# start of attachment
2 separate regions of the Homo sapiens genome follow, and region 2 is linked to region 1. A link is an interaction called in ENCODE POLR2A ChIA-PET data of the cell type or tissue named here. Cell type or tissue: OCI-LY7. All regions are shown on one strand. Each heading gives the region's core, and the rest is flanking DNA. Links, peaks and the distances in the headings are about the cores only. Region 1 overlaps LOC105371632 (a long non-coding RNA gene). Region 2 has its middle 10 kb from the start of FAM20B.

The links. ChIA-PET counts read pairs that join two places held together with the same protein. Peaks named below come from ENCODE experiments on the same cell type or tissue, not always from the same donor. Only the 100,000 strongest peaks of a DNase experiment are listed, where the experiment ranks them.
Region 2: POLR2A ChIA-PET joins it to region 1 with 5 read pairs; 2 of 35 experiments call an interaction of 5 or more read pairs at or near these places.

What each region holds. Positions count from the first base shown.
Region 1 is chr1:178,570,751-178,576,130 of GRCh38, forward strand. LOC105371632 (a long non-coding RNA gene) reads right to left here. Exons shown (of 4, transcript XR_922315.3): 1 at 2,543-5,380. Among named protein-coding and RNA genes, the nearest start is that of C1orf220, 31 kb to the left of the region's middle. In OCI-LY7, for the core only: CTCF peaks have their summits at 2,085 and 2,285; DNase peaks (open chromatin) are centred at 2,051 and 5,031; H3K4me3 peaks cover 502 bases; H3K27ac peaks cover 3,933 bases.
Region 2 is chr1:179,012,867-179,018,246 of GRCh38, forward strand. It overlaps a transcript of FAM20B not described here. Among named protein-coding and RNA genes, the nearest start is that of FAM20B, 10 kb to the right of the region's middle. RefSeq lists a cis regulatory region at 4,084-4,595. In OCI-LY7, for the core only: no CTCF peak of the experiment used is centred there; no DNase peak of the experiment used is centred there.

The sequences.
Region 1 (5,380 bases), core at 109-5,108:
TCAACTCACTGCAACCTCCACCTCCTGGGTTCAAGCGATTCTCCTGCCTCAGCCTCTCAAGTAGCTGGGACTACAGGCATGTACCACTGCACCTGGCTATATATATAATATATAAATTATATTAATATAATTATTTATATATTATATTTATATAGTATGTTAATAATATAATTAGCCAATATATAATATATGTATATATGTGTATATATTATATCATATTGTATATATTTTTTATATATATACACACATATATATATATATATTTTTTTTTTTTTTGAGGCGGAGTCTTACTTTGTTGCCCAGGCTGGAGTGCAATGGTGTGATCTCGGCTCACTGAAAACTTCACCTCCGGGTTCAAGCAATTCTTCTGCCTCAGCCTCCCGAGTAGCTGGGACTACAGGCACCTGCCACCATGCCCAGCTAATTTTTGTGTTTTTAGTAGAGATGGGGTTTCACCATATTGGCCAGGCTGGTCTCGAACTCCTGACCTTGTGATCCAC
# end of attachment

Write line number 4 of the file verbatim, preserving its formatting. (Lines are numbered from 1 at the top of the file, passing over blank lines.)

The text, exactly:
What each region holds. Positions count from the first base shown.